Earlier this month, we announced that you can deploy and share custom YOLOv8 models on Roboflow.

We are now excited to release an extension of our model deployment feature that allows you to upload custom YOLOv5 weights to Roboflow. In a few lines of code, you can upload weights from a YOLOv5 model you have trained and have your model deployed on our infinitely-scalable, robust cloud infrastructure. Your model will be ready to use in minutes.

Immediately leverage our SDKs, tutorials, and open source software to deploy your model on a range of devices, from using your model in web browsers to working on the edge with an NVIDIA Jetson.

In this guide, we’re going to walk through how to deploy your YOLOv5 weights to Roboflow. Without further ado, let’s get started!

We now have support for uploading model weights from more architectures to Roboflow. Learn more in our Launch: Deploy Custom Model Weights with Roboflow post.

Export and Upload YOLOv5 Weights

To upload model weights to Roboflow, you can use the deploy() function. This function will send the specified weights up to the Roboflow cloud and deploy your model, ready for use on whatever deployment device you want (i.e. Luxonis OAK, web browser, NVIDIA Jetson).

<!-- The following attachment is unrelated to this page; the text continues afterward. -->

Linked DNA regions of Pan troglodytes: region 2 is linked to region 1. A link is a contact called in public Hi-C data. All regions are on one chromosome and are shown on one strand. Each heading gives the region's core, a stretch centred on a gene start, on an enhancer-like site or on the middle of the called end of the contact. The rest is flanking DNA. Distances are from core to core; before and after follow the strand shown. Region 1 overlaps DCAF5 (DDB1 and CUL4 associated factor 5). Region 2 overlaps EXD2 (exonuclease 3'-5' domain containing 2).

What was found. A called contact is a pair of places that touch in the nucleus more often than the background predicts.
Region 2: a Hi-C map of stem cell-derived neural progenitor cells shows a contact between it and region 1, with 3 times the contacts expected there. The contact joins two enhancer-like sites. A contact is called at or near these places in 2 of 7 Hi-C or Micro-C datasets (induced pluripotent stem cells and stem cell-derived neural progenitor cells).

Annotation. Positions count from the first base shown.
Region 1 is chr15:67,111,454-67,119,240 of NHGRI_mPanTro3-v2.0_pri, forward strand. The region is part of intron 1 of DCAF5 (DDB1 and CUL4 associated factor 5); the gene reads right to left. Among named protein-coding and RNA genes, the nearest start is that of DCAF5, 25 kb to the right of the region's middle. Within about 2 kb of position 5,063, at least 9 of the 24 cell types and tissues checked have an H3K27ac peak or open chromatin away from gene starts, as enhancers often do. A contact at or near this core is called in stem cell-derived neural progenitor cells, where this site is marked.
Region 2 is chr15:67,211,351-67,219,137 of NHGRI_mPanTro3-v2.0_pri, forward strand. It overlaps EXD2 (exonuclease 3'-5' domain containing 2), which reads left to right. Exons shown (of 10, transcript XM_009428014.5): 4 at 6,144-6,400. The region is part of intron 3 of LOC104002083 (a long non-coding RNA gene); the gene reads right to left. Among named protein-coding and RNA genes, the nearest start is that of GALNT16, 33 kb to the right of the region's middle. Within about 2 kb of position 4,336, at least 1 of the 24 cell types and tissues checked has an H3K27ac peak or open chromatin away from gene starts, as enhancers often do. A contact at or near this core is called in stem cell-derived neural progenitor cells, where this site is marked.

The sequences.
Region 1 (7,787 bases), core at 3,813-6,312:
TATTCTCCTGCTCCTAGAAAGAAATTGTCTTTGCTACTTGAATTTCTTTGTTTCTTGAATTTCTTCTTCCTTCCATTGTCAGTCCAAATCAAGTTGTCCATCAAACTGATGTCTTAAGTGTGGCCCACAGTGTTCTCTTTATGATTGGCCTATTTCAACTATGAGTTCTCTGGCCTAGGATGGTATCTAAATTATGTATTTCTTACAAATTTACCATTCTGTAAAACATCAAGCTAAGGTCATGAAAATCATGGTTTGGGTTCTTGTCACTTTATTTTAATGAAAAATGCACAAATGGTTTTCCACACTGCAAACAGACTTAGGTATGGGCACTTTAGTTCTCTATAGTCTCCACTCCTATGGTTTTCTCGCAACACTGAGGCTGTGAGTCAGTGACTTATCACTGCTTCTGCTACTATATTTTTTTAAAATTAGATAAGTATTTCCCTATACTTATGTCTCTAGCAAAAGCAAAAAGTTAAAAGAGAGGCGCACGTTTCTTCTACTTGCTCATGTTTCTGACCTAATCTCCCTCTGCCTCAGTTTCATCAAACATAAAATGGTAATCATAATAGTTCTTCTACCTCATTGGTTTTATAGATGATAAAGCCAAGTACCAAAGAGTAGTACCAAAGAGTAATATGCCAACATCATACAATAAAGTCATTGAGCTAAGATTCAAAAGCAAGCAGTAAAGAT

To upload model weights, use the following line of code:

project.version(dataset.version).deploy(model_type="yolov8", model_path=f"{HOME}/runs/detect/train/")

You will need to replace “dataset.version” with the version number associated with your dataset, and the HOME value with the home directory in which you are working. If you are following our notebook above, these values will already be set.

When you run this line of code, the Roboflow dashboard will be updated to show that your model weights are loading. After a bit of time, your model page will change to say that there is now a trained model available.

A sentence will appear stating “YOLOv5 MODEL UPLOAD” which documents that your model is using custom weights you uploaded:

If you already have weights ready and are working without the aforementioned notebook, here is a full code snippet that you can use to deploy your weights: